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POLIS Financial Journalism Research Project– An introduction

Led by Dr Damian Tambini, 
Media and Communications Department
London School of Economics and Political Science


ImageFinancial journalism is undergoing fundamental shifts at present due to market, regulatory and technological changes. Technological development leads to the emergence and increasing importance of blogs, news feeds and other alternative sources for financial information, comment and reporting, and a corresponding decoupling of previously bundled data, information, news, analysis and comment.

Intensifying globalisation means news distributed on a global scale is increasingly likely to be relevant beyond national borders. Regulatory changes (the enforcement of the Sarbanes Oxley Act and the Federal Securities Laws in the US and the Market Abuse Directive in the EU), imply new responsibilities for financial journalism as a profession, and a new role for self and co regulation. Against this background, we believe research is needed to permit a substantial review of the structures and codes underlying ethical and responsible financial reporting.

POLIS/LSE’s Financial Journalism research project has been set up to look at the ethical and professional issues raised in the new environment. The project will conduct a detailed study of the changing practices of financial journalism, and the changing habits of financial information users (different types of investors). Based on fieldwork research, we plan to compare London, New York and Hong Kong as major financial markets. The project, which has the support of LSE director and POLIS board member Howard Davies, aims to research the following issues:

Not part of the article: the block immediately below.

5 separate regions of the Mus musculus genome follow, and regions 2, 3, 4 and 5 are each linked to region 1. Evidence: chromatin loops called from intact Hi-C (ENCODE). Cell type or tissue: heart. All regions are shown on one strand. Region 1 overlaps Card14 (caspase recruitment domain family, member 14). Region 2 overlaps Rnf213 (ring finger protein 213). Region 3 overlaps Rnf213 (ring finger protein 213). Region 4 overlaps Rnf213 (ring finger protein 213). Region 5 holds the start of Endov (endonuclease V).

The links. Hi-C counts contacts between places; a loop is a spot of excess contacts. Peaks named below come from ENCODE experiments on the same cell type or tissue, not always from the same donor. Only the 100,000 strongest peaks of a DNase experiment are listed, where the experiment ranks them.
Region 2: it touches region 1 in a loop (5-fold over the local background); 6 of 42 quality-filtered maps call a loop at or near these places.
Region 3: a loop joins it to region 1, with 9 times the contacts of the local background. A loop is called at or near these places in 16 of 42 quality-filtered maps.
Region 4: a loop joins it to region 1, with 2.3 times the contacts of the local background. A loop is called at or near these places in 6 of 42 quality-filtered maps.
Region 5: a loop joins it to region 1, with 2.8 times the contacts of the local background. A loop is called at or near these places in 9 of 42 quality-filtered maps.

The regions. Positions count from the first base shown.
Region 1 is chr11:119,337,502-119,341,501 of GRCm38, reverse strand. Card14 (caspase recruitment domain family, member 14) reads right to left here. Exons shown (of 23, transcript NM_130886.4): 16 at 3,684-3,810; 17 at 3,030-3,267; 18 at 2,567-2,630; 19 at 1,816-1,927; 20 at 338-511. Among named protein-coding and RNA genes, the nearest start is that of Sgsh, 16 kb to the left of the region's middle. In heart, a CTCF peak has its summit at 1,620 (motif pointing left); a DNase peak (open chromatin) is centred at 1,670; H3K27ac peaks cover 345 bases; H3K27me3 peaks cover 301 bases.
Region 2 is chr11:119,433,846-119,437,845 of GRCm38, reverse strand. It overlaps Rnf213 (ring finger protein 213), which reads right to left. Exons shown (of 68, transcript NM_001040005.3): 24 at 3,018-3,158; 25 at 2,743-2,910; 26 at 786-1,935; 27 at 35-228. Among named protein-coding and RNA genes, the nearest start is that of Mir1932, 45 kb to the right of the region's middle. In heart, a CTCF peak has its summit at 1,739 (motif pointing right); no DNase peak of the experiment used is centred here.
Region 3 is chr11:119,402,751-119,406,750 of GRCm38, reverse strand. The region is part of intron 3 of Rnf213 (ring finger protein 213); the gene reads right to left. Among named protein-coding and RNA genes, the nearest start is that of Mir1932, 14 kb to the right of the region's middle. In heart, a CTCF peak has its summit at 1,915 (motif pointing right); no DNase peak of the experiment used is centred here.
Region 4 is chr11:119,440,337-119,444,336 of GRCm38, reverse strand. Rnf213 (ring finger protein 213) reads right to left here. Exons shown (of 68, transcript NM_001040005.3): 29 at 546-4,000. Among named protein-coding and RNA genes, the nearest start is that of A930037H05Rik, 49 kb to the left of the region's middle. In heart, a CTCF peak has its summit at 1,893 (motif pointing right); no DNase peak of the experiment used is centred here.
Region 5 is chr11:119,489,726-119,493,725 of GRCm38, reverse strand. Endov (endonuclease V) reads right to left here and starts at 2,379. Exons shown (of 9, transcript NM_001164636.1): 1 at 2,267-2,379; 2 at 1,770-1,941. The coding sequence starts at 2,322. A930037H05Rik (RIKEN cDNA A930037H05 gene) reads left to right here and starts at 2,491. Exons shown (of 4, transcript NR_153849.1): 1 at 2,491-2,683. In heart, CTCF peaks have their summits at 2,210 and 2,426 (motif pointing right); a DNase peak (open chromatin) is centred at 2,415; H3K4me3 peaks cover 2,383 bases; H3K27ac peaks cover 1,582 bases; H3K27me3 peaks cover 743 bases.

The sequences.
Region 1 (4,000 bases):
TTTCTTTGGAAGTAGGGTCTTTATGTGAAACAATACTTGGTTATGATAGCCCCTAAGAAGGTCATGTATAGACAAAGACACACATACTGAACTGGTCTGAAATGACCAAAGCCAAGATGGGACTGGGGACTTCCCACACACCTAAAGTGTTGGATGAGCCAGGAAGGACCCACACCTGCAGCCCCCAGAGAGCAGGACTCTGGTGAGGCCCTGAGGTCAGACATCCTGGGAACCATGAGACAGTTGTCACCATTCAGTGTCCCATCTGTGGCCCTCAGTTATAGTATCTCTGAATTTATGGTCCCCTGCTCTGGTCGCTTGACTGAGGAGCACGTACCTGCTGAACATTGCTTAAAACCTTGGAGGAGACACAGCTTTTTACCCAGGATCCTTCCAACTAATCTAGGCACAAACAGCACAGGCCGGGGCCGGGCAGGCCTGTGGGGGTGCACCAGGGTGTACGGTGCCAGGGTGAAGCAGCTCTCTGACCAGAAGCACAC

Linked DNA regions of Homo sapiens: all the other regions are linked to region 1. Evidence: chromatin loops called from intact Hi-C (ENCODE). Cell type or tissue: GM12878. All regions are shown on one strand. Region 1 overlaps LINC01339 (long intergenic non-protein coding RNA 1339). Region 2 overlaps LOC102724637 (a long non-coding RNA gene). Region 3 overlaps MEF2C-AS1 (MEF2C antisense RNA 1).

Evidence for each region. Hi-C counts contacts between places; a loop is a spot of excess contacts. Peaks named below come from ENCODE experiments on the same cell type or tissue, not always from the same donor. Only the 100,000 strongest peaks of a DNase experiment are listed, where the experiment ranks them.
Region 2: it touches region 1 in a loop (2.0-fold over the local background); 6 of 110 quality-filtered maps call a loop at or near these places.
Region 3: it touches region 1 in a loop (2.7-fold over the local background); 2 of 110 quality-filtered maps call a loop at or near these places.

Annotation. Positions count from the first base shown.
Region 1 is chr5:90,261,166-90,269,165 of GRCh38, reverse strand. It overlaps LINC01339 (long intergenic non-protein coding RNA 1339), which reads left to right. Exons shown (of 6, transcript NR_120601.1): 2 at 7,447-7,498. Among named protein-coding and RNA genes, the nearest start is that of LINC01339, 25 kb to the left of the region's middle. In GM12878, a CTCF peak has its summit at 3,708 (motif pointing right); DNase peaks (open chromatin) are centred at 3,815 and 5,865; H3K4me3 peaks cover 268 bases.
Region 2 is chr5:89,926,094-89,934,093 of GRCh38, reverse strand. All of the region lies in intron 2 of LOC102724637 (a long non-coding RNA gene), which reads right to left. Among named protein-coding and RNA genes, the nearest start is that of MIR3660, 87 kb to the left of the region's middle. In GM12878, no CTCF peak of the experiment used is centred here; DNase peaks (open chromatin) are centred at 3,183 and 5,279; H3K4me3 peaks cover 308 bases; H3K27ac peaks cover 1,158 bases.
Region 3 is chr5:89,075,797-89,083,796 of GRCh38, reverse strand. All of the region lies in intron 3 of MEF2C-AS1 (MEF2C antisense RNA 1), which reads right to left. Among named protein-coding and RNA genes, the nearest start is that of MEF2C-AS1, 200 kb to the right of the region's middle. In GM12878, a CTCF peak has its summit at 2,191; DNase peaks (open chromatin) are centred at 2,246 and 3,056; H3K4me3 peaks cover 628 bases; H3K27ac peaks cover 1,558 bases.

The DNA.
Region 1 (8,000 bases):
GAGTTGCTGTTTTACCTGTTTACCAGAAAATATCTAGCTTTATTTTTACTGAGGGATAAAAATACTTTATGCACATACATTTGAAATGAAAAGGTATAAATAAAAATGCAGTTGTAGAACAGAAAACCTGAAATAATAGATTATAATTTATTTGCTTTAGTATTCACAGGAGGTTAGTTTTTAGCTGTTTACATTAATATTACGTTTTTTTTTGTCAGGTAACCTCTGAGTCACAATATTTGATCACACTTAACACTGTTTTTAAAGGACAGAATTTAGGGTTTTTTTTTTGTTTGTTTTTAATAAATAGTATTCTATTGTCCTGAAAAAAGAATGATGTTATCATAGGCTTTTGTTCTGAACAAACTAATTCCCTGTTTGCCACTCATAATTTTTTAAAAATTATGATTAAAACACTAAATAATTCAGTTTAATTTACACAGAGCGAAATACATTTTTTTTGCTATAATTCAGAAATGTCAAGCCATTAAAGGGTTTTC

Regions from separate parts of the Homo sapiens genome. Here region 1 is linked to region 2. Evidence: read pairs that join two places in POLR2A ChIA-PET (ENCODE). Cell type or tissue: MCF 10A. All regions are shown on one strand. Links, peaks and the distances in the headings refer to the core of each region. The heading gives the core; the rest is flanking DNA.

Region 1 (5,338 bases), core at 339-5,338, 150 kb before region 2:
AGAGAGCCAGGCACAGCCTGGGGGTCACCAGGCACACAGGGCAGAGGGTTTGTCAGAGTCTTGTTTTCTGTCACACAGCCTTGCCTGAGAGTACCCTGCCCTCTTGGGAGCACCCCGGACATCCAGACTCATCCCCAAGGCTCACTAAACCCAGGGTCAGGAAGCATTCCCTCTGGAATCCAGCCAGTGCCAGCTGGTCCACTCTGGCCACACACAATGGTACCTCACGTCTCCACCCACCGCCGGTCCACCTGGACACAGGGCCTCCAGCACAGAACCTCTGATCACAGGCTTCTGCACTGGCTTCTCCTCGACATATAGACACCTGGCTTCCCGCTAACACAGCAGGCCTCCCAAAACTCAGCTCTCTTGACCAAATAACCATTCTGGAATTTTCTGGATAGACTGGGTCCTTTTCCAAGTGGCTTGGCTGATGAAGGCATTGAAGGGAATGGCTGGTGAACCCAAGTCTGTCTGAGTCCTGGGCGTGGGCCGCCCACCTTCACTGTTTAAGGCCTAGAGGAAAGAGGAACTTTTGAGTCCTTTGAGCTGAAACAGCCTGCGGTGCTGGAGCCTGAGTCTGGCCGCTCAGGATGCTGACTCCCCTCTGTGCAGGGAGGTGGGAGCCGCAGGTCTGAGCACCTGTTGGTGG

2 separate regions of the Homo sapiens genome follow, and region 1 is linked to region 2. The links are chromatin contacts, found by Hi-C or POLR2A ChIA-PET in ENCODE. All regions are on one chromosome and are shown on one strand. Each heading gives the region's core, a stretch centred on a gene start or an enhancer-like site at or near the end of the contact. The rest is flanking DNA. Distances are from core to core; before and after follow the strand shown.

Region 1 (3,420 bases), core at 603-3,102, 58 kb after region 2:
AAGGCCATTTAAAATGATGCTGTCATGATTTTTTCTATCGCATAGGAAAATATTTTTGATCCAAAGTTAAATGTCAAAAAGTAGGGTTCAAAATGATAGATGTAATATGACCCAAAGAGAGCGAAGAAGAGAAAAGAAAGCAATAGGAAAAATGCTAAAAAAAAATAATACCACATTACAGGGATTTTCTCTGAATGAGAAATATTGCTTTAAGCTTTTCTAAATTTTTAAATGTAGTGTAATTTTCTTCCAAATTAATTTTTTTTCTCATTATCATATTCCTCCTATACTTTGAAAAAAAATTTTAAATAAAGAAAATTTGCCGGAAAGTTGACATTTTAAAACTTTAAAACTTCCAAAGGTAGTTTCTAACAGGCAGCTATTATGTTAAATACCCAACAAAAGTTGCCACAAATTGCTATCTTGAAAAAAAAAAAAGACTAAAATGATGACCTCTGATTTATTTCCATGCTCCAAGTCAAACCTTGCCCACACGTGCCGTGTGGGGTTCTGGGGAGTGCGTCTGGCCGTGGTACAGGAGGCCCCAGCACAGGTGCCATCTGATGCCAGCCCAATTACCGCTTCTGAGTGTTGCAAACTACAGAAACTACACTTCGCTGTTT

• What are the patterns of current information use by investors? How are they changing with regard to blogs, global media and new information sources?
  • What are the emerging business models for financial news and what are their implications?
  • What laws and codes apply to financial and business journalism?
  • How do journalists in the various media sectors – including online - understand their own legal and ethical responsibilities, and how does this vary by country?
  • How do these laws and codes impact on journalistic practice, and how does this vary by sector?

The project has attracted the interest of key editors and journalists of major companies, such as FT, the BBC and Reuters. A private seminar was held in December 2007 at the London Stock Excchange, where senior representatives of media groups and other stakeholders discussed the challenges facing financial journalism today. At present, we focus on the UK media and London market.

To read the report, please click here